Sunday 19 November 2017

Bradley Manning court martial opens

Bradley Manning has already pleaded guilty to sending material to anti-secrecy website WikiLeaks
Bradley Manning has already pleaded guilty to sending material to anti-secrecy website WikiLeaks
Military police stand guard outside a court in Fort Meade on the first day of Bradley Manning's court martial (AP)
A woman speaks with a military police officer outside of a court in Fort Meade (AP)

Bradley Manning faces life in prison as his trial gets under way, three years after he was charged with providing reams of highly-sensitive material to anti-secrecy website WikiLeaks in the biggest leak of classified information in US history.

Since then, the US Army private first class has admitted to giving the material to WikiLeaks and pleaded guilty to charges that would send him to prison for up to 20 years. The US military and the Obama administration were not satisfied and pursued a charge of aiding the enemy, which carries a potential life sentence.

The trial on that most serious charge and 20 other offences has started for the 25-year-old former intelligence analyst from Oklahoma. The judge took up procedural matters and opening statements were expected to begin later.

Manning, a slightly built soldier, sat calmly in the courtroom in his dark green dress uniform as the trial began. He chose to have his court-martial heard by a judge instead of a jury. It is expected to run all summer.

In February, Manning told military judge Army Colonel Denise Lind he leaked the material to expose the American military's "bloodlust" and disregard for human life in Iraq and Afghanistan. He said he did not believe the information would harm the US and he wanted to start a debate on the role of the military and foreign policy.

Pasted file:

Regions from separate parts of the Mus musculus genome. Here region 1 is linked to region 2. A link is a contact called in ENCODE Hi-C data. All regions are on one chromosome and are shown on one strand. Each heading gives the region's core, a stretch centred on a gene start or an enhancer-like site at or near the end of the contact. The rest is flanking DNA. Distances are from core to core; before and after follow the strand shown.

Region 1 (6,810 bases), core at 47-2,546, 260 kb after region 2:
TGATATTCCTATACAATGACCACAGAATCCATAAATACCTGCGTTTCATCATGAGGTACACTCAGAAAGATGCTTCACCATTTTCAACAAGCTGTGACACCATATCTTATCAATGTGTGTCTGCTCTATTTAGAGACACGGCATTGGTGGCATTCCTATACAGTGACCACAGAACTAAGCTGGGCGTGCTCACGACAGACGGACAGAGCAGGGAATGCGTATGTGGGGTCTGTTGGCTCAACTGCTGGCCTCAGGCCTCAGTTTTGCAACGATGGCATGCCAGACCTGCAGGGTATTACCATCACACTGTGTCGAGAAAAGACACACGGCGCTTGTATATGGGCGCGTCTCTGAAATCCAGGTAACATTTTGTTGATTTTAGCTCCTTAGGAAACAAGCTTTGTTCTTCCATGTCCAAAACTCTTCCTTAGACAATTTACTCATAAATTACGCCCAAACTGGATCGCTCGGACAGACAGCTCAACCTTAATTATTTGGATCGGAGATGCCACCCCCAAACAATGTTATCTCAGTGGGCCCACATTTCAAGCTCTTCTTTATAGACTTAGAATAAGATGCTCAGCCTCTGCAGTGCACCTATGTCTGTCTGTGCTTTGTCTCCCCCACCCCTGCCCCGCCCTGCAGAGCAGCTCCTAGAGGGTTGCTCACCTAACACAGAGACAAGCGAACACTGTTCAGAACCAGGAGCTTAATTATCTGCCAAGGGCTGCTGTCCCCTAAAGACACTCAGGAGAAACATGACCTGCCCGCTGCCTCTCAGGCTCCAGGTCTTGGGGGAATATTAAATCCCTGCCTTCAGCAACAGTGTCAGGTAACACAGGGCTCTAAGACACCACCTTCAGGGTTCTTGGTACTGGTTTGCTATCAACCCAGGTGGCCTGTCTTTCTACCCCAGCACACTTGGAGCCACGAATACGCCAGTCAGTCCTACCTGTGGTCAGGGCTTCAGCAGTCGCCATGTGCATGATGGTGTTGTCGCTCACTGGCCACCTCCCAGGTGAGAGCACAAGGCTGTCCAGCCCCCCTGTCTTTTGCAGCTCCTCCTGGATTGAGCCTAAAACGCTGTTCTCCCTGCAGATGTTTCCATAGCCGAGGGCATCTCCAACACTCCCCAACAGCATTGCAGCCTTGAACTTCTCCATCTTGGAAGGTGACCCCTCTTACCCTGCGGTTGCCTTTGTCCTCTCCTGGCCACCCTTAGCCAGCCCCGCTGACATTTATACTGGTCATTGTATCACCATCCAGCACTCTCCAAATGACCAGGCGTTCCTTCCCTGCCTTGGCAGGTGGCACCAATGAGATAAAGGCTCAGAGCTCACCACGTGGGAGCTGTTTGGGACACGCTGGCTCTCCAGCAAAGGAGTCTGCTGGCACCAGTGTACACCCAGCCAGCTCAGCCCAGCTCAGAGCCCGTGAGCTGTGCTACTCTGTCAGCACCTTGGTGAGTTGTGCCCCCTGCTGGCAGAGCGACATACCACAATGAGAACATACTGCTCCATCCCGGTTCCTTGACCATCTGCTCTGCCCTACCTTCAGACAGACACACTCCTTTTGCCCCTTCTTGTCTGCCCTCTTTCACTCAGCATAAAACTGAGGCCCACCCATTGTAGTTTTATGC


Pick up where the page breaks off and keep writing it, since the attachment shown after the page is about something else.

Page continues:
The judge accepted his guilty plea to reduced charges for about half of the alleged offences, but prosecutors did not did not and moved forward with a court-martial on charges including violations of the Espionage Act and the Computer Fraud and Abuse Act.

About 20 Manning supporters demonstrated in the rain outside the visitor gate at Fort Meade today. They waved signs reading "free Bradley Manning" and "protect the truth" while chanting "What do want? Free Bradley. When do we want it? Now."

US officials have said the more than 700,000 Iraq and Afghanistan battlefield reports and State Department cables sent to WikiLeaks endangered lives and national security. The material WikiLeaks began publishing in 2010 documented complaints of Iraqi detainee abuses; a US tally of civilian deaths in Iraq and America's weak support for the government of Tunisia.

Last month, the government agreed to accept Manning's guilty plea for a lesser version of one count, involving a single diplomatic cable summarising US embassy discussions with Icelandic officials about the country's financial troubles.

Manning also acknowledged sending WikiLeaks unclassified video of a 2007 US Apache helicopter attack that killed civilians, including a Reuters photographer. An internal military investigation concluded the troops reasonably mistook the camera equipment for weapons, WikiLeaks dubbed the video "Collateral Murder".

Press Association

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